If we can thus restrict our discourse, then we can have a strictly descriptive theory. However, if we can’t, then no economic theory of this type can be value-free and, hence, must involve ethically based value judgments. If this is so, then the first sentence of the quote above has to be interpreted as conflating two modes of discourse and the second one as not being strictly true, that is, a government will be ineluctably involved in ethical decision-making when formulating and carrying out economic policies because the theory it is using to guide its actions essentially involves such ethical considerations in its very construction.

    It is obvious that one can elide from one type of discourse to another without skipping a beat. And it is difficult not to. No one but Whitehead ever considered the “feelings” of an elementary particle. In social science, it is difficult to get away from doing this. I am not arguing that it can not be done, only that if a theory is to be considered to be strictly descriptive, there must be no intrusion of ethically loaded terminology. And this is what I think has taken place in the quote above.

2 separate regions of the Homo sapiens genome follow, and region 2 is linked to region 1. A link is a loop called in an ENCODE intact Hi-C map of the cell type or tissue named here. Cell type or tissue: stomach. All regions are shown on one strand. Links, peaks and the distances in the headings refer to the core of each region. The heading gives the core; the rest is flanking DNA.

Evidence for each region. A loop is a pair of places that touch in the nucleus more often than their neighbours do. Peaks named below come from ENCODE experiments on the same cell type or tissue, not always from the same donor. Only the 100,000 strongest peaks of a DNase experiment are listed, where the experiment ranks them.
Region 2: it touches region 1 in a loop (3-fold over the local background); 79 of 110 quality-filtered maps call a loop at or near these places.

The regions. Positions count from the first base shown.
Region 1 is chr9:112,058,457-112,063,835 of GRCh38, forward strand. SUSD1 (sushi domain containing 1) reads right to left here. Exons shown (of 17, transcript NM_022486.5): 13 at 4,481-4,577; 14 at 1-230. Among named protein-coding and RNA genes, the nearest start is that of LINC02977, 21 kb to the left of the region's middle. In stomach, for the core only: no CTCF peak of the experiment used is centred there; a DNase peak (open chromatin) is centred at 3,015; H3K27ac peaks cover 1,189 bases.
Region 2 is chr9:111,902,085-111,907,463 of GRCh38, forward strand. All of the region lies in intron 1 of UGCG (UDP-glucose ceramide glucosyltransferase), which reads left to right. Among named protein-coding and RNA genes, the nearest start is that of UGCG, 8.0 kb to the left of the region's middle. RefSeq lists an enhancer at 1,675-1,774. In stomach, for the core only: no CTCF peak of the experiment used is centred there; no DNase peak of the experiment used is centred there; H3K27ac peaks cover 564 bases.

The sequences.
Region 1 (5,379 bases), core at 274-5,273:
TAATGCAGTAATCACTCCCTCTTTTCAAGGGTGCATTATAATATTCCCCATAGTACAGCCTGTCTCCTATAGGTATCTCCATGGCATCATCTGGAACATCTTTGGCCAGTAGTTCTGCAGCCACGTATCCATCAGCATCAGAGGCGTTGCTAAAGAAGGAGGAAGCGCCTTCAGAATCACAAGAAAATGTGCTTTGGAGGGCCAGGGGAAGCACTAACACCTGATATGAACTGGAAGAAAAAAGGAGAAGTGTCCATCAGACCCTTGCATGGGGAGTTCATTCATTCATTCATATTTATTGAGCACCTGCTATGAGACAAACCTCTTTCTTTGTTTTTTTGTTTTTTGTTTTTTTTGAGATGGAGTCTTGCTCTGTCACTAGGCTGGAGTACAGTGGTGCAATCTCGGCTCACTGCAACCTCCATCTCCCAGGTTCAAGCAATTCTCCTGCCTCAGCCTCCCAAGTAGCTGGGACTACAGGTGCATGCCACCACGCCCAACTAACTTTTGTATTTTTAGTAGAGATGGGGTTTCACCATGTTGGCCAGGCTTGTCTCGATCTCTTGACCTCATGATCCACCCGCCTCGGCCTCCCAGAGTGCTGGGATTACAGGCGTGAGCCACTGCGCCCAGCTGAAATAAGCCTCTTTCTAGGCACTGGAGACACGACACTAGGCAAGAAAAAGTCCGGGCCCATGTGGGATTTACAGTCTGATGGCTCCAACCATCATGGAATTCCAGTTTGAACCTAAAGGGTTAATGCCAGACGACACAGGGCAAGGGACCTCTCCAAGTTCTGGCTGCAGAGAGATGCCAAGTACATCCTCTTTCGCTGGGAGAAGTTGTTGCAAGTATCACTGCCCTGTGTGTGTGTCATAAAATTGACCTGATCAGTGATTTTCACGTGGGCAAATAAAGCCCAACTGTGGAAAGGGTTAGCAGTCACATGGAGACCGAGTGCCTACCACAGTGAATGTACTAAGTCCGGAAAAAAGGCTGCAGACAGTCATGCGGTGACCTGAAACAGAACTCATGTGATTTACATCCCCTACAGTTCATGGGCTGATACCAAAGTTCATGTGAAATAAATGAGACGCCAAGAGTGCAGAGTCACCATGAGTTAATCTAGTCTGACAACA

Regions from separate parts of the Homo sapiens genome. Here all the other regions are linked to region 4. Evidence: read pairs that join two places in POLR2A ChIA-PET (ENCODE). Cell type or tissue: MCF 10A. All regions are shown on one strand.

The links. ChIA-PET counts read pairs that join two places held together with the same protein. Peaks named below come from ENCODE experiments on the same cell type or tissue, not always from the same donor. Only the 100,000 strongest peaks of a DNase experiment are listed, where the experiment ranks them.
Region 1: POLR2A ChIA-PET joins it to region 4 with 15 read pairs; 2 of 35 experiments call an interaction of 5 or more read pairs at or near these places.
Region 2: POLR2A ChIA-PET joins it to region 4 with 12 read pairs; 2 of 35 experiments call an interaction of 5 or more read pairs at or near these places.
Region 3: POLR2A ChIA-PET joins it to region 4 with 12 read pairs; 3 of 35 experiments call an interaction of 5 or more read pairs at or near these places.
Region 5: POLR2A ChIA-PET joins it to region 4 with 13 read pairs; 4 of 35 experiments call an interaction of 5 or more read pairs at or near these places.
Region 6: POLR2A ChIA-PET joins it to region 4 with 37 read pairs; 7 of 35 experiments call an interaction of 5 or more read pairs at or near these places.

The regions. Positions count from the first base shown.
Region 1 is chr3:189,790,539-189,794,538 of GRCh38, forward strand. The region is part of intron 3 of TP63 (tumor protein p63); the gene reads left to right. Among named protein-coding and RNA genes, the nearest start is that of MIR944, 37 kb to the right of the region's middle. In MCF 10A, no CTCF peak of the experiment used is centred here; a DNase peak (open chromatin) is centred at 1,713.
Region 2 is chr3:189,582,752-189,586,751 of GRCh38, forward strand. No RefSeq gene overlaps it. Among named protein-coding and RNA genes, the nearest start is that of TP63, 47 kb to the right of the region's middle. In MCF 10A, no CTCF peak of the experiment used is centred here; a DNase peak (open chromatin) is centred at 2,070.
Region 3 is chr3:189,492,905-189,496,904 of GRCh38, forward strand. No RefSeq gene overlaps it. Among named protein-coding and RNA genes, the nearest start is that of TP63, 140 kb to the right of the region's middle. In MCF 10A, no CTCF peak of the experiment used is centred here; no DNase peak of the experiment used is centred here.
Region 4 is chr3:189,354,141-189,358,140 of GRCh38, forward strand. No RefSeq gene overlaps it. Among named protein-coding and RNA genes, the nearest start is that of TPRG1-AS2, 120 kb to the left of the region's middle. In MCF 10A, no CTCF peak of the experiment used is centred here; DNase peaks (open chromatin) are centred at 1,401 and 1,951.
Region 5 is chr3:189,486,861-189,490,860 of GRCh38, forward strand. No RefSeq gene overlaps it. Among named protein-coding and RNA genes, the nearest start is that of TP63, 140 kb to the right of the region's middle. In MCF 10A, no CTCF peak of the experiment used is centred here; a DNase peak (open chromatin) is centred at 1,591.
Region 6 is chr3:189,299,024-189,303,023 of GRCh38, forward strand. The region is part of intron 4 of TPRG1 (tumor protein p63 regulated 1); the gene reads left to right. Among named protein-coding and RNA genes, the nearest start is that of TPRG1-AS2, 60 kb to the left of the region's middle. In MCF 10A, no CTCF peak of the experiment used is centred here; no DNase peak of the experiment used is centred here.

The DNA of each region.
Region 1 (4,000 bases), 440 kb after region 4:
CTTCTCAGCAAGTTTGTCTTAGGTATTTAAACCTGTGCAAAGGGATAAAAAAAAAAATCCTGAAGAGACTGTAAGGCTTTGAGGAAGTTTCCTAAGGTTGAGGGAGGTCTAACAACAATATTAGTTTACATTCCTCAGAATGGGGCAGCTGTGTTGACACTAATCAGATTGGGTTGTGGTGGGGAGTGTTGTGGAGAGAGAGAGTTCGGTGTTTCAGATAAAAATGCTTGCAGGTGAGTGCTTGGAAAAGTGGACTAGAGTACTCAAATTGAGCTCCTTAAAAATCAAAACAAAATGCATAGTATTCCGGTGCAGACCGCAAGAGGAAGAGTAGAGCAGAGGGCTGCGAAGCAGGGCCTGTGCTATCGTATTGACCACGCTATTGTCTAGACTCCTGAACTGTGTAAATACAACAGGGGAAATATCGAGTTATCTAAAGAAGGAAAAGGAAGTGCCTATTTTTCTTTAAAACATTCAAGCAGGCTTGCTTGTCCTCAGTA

2. larry says:

    Let me make a brief comment on Lakoff’s contention that all abstract concepts are metaphorical. In what respect, therefore, is the abstract concept of a set in set theory metaphorical? Or the concept of infinite sets after the work of Cantor? Or the concept of infinitesimals after the work of Abraham Robinson’s Non-Standard Analysis?

    While I think it is true that a number of abstract concepts function metaphorically in a number of fields, it seems to me to be a wild over-generalization to claim that they all are.

  3. Tom Hickey says:

    Language is based on metaphor as its origin. Look at the etymology of almost any English work in the OED and it will trace the roots back to primitive metaphors that are used to build complex languages. Math is a formal language that uses arbitrary symbols like numbers but the words for numbers go back to counting on fingers. “Digit” and “digital” are from Latin digitus meaning a finger or toee. “Addition” is from Latin ad meaning “to” and the root it meaning “walk”. We tend to think of words are arbitrarily chosen tokens, and some are, but the bulk are taken from roots involving metaphors based on experience, even made-up words such as “tele-vision,” tele meaning “far away” in Greek.

    For Lakoff’s explanation of metaphor, see George Lakoff and Mark Johnsen Metaphors we live
    by. London
    : The University of Chicago press (2003).
    http://shu.bg/tadmin/upload/storage/161.pdf